It states that poverty is the leading cause of premature death and sickness in the world. The gap between rich and poor is the widest it has been since records began. 30% of the world's children suffer from hunger; 50% of the world's population is denied access to medical care. Countries with debt are forced to export food and other cash crops while their population starve.
The USA threatens to withdraw funding from the WHO if it monitors the effects of trade conditions on health.
A report from UNICEF says that 500,000 children die every year because of debt repayment.
In the Philippines this amounts to a child dying every hour. Half of the country's budget is used to pay interest on loans from the World Bank and the International Monetary Fund. Many of these loans were taken out by unelected authoritarian regimes supported by the West.
In 1993 nearly 70% of USA arms were sold to Saudi Arabia, a country rules by an absolute monarchy with no elections.
The country is being opened up for an oil pipeline to be built by the French company Total Oil in a deal worth $400 million a year for 30 years. The Burmese leader Aung San Suu Kyi (who won the annulled elections of 1990) has supplied Total Oil with evidence of the use of slave labour in Burma which has been ignored.
Other companies trading with Burma include Unocal, Texaco, Johnson & Johnson, and Federal Express (USA), Premier Oil (UK), Nippon Oil, Mitsui, Mitsubishi, Honda and Nippon Steel (Japan), Fritz Werner and Siemens (Germany), Phillips (Netherlands), Dragon Oil (Ireland). The Australian beer company Fosters has advertising posters that hide military watch towers provided by Australian company Intrepid.
Nearly 70% of the finances received by the Burmese military have been from Western oil companies. Over 5000 troops guard Total Oil's personnel. Some 60,000 people are forced into slave labour working on Burma's roads and railways every day.
The UK is the largest investor in Burma with an annual total of $634 million.
Many European countries have quotas for buying bananas from their ex-colonies in Africa, the Pacific and the Caribbean. The quotas are meant to protect the fragile economies of these countries. The bananas are grown in small family run plantations using environmentally friendly methods.
The USA puts pressure on Europe (via the World Trade Organisation - WTO) to buy more bananas from Central and South America. These bananas are grown by American companies in enormous chemical-intensive plantations using cheap labour. The workers face dangers from at least 8 poisonous pesticides and violence from their bosses. Three American companies (Chiquita, Del Monte and Dole) already have 66% of all banana sales in Europe.
During the 1990's Del Monte was linked to violence against banana workers in Guatemala and accused of union busting.
Banana workers in the banana plantations in Central America are being paid as little as $0.63 an hour or $28 a week. Some have been affected by chemicals in packing plants, making them ill, and giving them sores. Workers in the field have been subjected to aerial fumigation of the crops without protective clothing. The foul-smelling chemicals (reported to be chlorophrifos that attack the nervous system) make them feel nauseous, causing nosebleeds, sore eyes, and breathing difficulties.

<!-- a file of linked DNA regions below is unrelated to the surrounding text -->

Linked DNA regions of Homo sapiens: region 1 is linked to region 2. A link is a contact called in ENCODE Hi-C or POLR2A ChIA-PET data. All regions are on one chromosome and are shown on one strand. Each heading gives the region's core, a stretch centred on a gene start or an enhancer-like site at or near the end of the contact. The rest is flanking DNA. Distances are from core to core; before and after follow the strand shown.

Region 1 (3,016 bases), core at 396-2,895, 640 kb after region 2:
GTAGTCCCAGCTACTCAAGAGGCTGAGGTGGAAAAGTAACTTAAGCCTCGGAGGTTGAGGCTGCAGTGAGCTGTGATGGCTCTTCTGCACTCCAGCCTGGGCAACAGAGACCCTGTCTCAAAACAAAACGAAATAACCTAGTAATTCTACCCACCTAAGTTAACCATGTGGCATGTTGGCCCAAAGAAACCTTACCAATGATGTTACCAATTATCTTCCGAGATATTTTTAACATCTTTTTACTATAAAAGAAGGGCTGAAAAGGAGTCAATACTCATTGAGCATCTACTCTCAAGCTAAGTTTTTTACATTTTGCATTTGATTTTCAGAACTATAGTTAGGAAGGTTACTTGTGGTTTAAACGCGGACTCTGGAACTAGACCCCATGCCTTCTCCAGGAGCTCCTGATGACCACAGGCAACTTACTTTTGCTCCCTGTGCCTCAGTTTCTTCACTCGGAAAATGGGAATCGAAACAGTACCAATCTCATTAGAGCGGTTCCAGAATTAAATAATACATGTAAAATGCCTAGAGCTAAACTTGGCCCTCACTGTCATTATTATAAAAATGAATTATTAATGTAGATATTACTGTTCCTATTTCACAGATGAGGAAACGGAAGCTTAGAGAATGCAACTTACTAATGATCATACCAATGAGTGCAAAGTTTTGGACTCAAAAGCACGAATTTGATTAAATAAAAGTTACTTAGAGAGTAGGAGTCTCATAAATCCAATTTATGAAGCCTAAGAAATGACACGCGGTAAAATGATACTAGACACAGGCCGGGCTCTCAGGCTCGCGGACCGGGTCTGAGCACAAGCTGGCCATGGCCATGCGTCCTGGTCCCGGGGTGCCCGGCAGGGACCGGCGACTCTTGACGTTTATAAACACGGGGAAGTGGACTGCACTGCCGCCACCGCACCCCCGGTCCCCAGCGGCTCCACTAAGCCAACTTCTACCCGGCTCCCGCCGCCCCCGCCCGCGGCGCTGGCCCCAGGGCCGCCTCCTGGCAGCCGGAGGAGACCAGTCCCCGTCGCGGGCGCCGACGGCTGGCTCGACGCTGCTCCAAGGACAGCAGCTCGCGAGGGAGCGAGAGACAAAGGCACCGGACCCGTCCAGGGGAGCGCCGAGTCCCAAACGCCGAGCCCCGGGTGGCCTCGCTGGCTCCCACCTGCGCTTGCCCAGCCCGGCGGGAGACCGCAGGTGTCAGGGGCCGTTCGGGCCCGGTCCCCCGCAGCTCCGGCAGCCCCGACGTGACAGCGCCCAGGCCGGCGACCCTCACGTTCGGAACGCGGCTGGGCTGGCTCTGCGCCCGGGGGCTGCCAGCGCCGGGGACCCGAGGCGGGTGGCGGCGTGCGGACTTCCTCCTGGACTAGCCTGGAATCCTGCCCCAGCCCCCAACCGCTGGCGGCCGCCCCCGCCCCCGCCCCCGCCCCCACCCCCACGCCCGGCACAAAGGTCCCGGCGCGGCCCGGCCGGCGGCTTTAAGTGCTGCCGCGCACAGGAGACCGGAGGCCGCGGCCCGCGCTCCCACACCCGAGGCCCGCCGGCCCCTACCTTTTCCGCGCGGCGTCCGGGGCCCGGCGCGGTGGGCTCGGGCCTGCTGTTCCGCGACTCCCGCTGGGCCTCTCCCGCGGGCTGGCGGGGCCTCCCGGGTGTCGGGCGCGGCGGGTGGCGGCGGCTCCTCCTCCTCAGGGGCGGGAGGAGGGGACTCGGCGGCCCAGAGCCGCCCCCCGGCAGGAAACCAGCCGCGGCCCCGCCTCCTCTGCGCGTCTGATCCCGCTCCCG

|Type of Drug||
in UK in 1999
Deaths from alcohol include violence and vehicle accidents.
The biggest drug killer is tobacco. 20% of all deaths in the UK are from tobacco related diseases. Indeed, more people die by breathing other peoples' tobacco smoke (passive smoking) than die from all illegal drugs.
In 1998 the UK tobacco industry generated over $16,000 million in tax revenue.
The UK tobacco company, British American Tobacco (BAT), sells cheap, highly addictive cigarettes to Africa with higher levels of tar and nicotine than those permitted in the West. In a letter to its offices in Uganda, BAT declares that it "does not believe that cigarette smoking is harmful to health" and that the company "should not wish to endanger our potential to export to those countries which do not have a health warning on the packs".
A documentary on the UK television station BBC states: "We cannot police the world. We cannot stop [heroin] supplies. We can only limit the demand for it by producing a decent society that people want to live in, not escape from."
In the USA, over 300,000 people are killed by tobacco every year; worldwide the figure is 4 million (5% of all deaths). Tobacco is a carcinogen (causes cancer) and is responsible for 30% of all cancer deaths.
The annual USA death rate for alcohol is 200,000.
In 1985, 3562 deaths were recorded from all illegal drugs combined. 99% of deaths from substance abuse are due to alcohol and tobacco. Alcohol is a factor in 40% of the 50,000 annual traffic deaths.
In 1989 the tobacco industry in the USA asked their government to impose sanctions on Thailand unless the country removed restrictions on import of USA grown tobacco. They declared that the restrictions were a bar on free trade. Thailand had seen a decline in tobacco smoking after a fifteen year campaign. During the hearing, the USA declared that their tobacco was the best in the world. Thailand responded that "in the Golden Triangle we have some of the best products, but we never ask the principle of free trade to govern such products. In fact we supressed them".
Japan, South Korea and Taiwan had already been coerced in a similar way. Taiwan had managed to cut smoking until the threat of sanctions. The smoking rate went up by 10% after American tobacco was imported.
In the USA, exports of tobacco go up by 20% (making the country $ 5,000 million every year) while smoking goes down by 5%.